Simmer until everything pierces easily with a knife.

Simmer until everything pierces easily with a knife. I used my hand-held to puree. You can also use a Vita Mix, but I found this easiest as I wanted some texture in my soup. You can puree it as much as you’d like.

I puree the soup with my hand held emulsifier until it's smooth with just a little texture. You can take it as far as you'd like.

The finished product! Add more salt and pepper to taste.

Lay your beets over salad greens and you're good to go. The dressing on the beets will negate the need for a vinaigrette.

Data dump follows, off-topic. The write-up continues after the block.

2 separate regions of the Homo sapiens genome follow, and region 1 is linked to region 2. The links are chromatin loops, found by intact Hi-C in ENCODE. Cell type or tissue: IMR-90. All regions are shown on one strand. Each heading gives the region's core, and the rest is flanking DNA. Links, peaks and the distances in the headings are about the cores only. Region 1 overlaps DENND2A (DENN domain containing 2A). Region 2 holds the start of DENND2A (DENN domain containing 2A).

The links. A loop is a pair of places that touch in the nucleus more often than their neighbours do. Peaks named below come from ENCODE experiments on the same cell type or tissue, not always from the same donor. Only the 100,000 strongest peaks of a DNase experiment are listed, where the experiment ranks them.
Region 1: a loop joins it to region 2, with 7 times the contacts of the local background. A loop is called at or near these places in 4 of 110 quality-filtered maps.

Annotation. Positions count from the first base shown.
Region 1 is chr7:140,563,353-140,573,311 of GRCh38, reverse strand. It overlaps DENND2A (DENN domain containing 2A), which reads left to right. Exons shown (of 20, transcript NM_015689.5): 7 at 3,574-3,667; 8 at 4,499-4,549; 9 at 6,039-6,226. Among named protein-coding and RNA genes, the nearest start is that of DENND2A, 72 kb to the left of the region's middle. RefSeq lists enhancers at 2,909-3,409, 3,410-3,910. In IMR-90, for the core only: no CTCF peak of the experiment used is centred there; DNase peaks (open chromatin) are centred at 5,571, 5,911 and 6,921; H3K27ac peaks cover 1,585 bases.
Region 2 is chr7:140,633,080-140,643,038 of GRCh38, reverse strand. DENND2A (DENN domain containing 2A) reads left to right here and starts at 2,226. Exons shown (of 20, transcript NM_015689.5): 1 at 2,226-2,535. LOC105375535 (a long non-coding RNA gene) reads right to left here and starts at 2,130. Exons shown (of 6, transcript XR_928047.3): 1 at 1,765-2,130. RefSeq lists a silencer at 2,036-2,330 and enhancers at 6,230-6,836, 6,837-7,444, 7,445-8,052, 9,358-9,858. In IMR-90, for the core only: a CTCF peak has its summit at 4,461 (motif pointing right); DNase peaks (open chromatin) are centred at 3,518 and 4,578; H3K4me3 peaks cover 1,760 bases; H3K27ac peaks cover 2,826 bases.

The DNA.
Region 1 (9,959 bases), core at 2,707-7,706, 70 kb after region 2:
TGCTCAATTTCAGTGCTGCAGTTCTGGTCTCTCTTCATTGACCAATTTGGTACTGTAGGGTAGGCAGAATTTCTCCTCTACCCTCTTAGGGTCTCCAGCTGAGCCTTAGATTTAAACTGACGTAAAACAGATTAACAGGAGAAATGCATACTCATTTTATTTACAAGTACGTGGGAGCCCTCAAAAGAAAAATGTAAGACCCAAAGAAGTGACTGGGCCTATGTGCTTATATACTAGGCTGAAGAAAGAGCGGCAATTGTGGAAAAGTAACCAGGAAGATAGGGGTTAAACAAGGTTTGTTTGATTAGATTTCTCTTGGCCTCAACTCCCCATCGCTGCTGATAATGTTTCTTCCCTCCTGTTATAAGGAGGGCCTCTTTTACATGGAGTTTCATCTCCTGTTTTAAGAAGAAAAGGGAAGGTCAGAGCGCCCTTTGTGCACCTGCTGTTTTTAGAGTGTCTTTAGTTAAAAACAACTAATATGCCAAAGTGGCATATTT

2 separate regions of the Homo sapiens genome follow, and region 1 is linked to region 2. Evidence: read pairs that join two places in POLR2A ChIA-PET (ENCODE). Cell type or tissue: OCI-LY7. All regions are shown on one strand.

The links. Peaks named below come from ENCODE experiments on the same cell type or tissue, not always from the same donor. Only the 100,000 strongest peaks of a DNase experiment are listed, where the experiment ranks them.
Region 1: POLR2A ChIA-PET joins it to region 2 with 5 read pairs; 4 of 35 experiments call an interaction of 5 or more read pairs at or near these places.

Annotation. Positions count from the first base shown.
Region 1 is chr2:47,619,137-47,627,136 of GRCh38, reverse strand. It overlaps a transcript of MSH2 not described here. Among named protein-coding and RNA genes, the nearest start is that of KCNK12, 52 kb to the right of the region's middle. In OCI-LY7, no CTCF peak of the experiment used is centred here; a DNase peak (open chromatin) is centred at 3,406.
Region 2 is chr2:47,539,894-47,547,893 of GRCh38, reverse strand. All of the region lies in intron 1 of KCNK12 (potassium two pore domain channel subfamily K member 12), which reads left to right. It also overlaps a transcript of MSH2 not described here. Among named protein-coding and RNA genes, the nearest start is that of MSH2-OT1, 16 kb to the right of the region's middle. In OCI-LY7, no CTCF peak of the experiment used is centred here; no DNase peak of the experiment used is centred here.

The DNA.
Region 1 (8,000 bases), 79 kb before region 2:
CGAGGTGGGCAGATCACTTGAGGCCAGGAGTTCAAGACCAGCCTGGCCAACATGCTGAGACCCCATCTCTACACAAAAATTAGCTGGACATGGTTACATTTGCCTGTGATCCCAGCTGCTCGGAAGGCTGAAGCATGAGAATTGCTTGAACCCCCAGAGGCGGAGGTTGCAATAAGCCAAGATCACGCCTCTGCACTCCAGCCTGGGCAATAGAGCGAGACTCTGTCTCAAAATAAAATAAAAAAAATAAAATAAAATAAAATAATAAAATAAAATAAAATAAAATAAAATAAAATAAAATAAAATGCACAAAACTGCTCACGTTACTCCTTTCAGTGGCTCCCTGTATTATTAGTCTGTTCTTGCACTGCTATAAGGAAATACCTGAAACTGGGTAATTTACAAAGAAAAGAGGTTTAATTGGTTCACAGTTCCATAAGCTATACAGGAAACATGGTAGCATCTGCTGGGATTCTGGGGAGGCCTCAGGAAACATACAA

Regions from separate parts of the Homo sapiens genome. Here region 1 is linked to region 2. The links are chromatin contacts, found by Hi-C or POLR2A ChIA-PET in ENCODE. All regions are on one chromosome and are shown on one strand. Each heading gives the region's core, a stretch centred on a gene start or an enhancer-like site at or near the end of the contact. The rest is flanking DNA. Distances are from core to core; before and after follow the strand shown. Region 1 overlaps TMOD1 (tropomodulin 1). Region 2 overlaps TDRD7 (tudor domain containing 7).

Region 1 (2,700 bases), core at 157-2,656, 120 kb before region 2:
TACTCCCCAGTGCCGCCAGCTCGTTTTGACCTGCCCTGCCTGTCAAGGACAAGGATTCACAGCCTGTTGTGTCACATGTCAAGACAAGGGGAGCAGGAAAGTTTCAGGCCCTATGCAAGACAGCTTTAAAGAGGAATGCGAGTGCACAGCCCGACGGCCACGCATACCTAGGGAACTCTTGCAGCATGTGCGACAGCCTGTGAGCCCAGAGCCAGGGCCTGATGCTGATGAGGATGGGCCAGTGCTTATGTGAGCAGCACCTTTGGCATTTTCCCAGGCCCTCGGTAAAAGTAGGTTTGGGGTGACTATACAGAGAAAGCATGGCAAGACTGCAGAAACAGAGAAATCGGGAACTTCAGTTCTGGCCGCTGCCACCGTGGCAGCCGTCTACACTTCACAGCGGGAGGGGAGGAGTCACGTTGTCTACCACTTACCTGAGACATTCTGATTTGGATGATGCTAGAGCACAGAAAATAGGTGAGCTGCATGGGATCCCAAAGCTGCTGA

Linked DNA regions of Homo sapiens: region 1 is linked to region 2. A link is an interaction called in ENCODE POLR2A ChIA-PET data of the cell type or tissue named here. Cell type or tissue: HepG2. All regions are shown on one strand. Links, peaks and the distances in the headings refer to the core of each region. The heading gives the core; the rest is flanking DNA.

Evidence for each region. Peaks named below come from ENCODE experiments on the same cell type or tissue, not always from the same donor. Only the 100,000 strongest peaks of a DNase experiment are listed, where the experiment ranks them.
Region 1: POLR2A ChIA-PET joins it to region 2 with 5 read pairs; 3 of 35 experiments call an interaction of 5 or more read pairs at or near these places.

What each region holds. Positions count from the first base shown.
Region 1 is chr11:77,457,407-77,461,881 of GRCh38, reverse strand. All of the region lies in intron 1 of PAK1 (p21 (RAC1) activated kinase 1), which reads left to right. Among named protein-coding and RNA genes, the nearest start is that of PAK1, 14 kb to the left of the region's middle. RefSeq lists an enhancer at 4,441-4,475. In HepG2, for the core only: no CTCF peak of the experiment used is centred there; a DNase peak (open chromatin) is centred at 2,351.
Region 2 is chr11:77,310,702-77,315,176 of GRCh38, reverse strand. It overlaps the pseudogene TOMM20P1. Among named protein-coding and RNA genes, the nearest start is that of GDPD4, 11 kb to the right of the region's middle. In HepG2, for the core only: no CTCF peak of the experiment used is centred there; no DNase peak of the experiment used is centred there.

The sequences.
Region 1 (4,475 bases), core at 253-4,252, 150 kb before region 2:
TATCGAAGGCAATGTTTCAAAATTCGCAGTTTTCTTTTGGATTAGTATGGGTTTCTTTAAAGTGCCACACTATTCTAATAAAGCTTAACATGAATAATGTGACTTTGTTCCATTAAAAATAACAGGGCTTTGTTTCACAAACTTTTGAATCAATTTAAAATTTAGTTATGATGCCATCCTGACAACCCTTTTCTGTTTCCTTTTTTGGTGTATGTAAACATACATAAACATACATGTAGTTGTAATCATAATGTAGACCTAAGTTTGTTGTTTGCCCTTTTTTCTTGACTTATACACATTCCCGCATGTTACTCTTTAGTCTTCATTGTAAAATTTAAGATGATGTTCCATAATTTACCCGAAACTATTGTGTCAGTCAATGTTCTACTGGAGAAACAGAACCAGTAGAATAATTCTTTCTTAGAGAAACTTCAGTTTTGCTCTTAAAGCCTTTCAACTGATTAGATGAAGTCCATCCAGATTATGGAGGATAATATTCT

Lay your beets over salad greens and you’re good to go. The dressing on the beets will negate the need for a vinaigrette.

Eat well!

April

Roasted Bell Pepper Sauce

IMG_2914I needed a quick sauce to serve alongside some scallops that I picked up yesterday. It needed to marry well with the Farmer’s Market potatoes and the baby broccoli that I purchased last Saturday. The veggies were running out of shelf life and needed to be used up before they needed to be tossed out. There was one lonely bell pepper left in the fridge and I decided that it would serve my purpose well.

I LOVE roasted bell peppers. They’re just great in so many things and their flavor becomes very complex when you roast them. Sweet and smoky. I roasted a bell pepper in an earlier post for soup, but just in case you missed it, here’s the rundown again.